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Transforming the Imaginary

Local Hub Sites
Created: January 12, 2001
Latest update: January 12, 2001
E-Mail Curran or Takata.

Transforming Local Discourse:
Coping Techniques and Sharing Them as Support

On Friday, January 12, 2001, Marlene wrote to Gale:

Hi! My name is Marlene and I just picked up your e-mail. Parent elder care can be trying sometimes(NO MAKE THAT ALL THE TIME). The main thing is that you have to take care of yourself first, or you will be no good to anyone. I have a mother that is 75 and is the the light of my life. We travel together and talk together and take vacations together. I have a home in Hemet, which is between Riverside and San Diego. I try to come here to chill out as often as I can. Sometimes you need a break from bonding (smile). Anyway, I also have diabetes and that can be trying in itself. I sometimes push myself to the point where I can feel my energy is at it's lowest peak. I keep saying, never again, but what the heck? I still manage to rejuvenate and start all over again. I don't thing I would have it any other way. The main thing is to take care that you do not overtax yourself and still have the stamina to keep on keeping on.

I have been working with Jeanne since 1998 and have applied to USC for my Ph.D in Social Work for the Fall of 2001. I hope to come back to the university and teach. Anyway, e-mail back soon. And--- take it slow.

Love and Peace, Queen Marlene

On Friday, January 12, 2001 Gale wrote to Marlene:

Queen Marlene- What a pleasure to meet you. WOW, your Ph.D. - I'm in awe! Being able to work with one professor for more then one year, how great. I wish I had met Susan earlier, so we could have had more of a friendship as well as a teacher/student relationship. As it is, I'm graduating in the spring and moving on to the teacher education program. I can only imagine where my life would have gone if I had met Susan earlier - I may have gone into the area of criminal justice as opposed to primary education. But, at my age, it's difficult to change direction in midstream. I truly hope that we'll all stay in contact with each other and follow everyone's accomplishments in life. I just think this is so cool.

Your mom is about the same age as mine. How lucky for you that you have such a wonderful relationship with her. Not all of us are that lucky. As my mom once said, I can't go to the mall with Gale for an hour, why would I take a trip with her. That kind of says it all, as far as our relationship. I would so love to take a trip with just my mom, but it will never happen. But evenso, she knows that when she's in trouble and calls, I drop everything to be there for her. You see, my dad died about 5 years(in a horrible car accident) ago and she's still having a hard time adjusting - he did EVERYTHING!!! As we all are - but you have to move on and she's having trouble with that part of life.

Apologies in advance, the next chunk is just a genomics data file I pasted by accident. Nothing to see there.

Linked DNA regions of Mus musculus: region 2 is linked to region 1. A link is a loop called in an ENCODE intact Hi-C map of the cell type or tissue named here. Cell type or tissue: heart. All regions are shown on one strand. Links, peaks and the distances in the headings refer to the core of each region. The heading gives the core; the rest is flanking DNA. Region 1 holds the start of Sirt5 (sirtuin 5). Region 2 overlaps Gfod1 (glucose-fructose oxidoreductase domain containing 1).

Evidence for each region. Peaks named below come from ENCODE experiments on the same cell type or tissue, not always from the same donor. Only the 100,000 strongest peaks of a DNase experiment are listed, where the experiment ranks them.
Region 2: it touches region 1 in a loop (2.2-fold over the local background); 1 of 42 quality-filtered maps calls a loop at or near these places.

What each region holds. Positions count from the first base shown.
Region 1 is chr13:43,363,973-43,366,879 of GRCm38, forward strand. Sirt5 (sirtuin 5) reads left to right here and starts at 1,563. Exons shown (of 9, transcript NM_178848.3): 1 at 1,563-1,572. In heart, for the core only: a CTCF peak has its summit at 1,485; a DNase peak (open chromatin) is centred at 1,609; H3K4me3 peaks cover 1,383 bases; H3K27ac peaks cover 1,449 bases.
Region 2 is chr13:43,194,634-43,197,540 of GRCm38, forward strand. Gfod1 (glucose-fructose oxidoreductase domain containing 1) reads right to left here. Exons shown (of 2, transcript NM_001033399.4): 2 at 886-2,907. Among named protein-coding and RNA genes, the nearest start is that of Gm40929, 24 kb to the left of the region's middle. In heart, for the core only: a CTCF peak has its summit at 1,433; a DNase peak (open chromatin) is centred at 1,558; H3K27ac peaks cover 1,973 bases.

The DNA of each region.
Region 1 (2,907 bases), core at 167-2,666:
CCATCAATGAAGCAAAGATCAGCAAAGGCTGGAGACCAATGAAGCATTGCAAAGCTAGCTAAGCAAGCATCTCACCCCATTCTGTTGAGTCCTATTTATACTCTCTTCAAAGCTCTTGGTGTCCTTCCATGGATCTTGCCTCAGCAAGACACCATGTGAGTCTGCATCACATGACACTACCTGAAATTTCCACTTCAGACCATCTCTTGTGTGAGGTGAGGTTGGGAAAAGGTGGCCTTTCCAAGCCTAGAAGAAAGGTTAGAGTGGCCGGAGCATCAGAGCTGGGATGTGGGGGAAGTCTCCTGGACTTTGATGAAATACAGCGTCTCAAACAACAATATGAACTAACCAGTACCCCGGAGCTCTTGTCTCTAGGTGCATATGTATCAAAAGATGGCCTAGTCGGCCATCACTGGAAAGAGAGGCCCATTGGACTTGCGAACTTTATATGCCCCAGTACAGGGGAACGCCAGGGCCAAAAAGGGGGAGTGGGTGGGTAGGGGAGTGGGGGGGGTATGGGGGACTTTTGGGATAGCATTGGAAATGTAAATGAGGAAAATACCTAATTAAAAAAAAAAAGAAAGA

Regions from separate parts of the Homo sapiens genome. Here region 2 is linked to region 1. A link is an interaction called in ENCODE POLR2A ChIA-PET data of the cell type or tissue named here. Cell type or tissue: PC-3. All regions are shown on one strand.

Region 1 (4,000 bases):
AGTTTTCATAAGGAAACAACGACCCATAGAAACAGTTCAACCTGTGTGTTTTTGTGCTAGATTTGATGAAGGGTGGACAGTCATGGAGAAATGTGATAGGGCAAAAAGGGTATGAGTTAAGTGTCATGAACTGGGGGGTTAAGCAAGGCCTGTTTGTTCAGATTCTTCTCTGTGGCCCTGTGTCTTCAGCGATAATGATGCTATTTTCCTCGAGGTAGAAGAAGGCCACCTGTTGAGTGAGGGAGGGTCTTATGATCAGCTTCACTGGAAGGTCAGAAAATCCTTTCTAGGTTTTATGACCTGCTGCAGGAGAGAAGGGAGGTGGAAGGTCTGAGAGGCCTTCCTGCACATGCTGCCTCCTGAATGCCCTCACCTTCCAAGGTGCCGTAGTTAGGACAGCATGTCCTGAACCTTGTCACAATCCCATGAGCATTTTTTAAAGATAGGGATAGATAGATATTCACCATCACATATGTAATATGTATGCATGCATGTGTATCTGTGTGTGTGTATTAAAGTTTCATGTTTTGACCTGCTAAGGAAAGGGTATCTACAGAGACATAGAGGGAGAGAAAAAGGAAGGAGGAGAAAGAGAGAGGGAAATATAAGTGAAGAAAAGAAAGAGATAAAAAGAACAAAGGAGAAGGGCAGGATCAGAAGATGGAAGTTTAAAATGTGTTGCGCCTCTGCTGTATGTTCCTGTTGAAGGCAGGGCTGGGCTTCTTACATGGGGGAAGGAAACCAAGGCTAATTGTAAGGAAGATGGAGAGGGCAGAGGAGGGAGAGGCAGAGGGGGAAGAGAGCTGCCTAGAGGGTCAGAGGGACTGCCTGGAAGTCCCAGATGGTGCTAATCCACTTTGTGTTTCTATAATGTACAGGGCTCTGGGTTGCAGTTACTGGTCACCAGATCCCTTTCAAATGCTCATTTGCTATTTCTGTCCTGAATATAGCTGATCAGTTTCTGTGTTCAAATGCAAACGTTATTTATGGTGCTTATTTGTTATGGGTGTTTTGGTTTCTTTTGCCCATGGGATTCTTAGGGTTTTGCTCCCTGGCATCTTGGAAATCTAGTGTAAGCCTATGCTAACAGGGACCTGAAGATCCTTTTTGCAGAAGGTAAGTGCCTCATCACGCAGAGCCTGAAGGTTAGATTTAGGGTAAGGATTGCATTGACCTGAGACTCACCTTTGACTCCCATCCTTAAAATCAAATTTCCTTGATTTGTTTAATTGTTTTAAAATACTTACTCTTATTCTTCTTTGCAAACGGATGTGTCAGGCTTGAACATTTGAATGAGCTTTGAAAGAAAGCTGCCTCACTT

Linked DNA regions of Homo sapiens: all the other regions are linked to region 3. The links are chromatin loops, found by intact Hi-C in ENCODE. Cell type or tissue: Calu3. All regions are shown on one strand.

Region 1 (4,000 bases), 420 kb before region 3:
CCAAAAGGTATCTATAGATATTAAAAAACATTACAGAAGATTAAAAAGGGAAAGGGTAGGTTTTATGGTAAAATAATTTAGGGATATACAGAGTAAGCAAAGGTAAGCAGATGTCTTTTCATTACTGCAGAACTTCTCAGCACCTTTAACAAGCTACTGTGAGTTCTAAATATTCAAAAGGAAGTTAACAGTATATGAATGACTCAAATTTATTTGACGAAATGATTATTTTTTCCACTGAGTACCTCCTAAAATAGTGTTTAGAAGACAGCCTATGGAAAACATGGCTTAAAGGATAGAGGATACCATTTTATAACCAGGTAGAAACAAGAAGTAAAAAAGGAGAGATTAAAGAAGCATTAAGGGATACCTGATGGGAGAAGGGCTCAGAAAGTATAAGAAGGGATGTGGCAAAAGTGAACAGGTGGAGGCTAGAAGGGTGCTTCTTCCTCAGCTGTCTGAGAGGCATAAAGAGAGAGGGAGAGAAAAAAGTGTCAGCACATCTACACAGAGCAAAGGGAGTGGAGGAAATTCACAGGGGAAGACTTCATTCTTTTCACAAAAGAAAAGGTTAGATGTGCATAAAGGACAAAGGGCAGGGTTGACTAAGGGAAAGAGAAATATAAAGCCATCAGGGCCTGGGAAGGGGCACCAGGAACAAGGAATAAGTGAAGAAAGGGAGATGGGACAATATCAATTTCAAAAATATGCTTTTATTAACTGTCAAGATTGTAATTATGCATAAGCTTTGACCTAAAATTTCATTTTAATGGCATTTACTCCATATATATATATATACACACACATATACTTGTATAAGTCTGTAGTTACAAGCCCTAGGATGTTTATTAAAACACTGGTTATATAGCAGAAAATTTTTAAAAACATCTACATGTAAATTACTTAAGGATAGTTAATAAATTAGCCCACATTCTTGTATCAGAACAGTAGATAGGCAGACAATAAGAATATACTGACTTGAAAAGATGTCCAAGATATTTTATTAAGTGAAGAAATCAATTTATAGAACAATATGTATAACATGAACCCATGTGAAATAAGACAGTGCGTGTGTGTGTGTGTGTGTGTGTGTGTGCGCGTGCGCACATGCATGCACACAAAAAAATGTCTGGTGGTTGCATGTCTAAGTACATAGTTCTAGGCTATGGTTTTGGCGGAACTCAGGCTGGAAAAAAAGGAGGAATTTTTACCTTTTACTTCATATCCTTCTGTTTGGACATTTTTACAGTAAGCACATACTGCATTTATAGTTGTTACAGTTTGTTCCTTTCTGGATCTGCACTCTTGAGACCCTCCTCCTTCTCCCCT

How long have you been diagnosed with diabetes? I was diagnosed only a year ago. But they doctor says I've had it for many years - I just don't go to the doctor. You know how it is - when you feel light-headed, you just have a quick fix and move on. I went because my eyesight all of a sudden got really bad, I was loosing feeling in my feet - all the outward signs. And tired? All I wanted to do was SLEEP!!!! Not on insulin yet - gloucophage and something else. We'll have to compare notes in Reno. You are going aren't you?

I'm really looking forward to meeting everyone from the west coast. This is going to be as much fun as participating in this conference. Talk soon, GTG Gale

On Monday, January 15, 2001, jeanne commented:

Once again I am struck by the trust that we share. And I am struck by how many of us share the same problems: illness, aging parents, unfulfilled expectations, misunderstandings in the world around us.

Mac and I, and I'm sure many others, have significant others who complain about our need to create and grow. Marlene and Gale, and I'm sure many others, share the dilemma of caring for an elder parent whom they love. Gale and I share a confusion over illness, largely learned as children, from parents who saw no reason to accomodate illness. Like Gale, I misinterpret pain, and fail to see the doctor when I should. Like Marlene, I sometimes push too far. Marlene and I care for each other in my office, and freely share the chocolate covered raisins.

But this dialog broadens our support network. I think that's important. I don't think I ever realized how many of us are fighting the same battles, making the same mistakes, and blaming ourselves because that's what the dominant discourse does. Perhaps a part of making the paradigm shift to Mutuality AND Adversarialism is to create these networks of trust and caring. This dialog certainly seems to be transforming our local discourse, and for the better.

I'll write more on this soon. I want to think about it in terms of Henry and Milovanovic, and in terms of forgiveness. And in terms of Becker's common sense in doing real research. But I wanted to get up this much quickly, so that you could all use this in your research for Reno. Michael, I was specially thinking of you and our discussions on making relationships work by transforming the discourse.

lnp, jeanne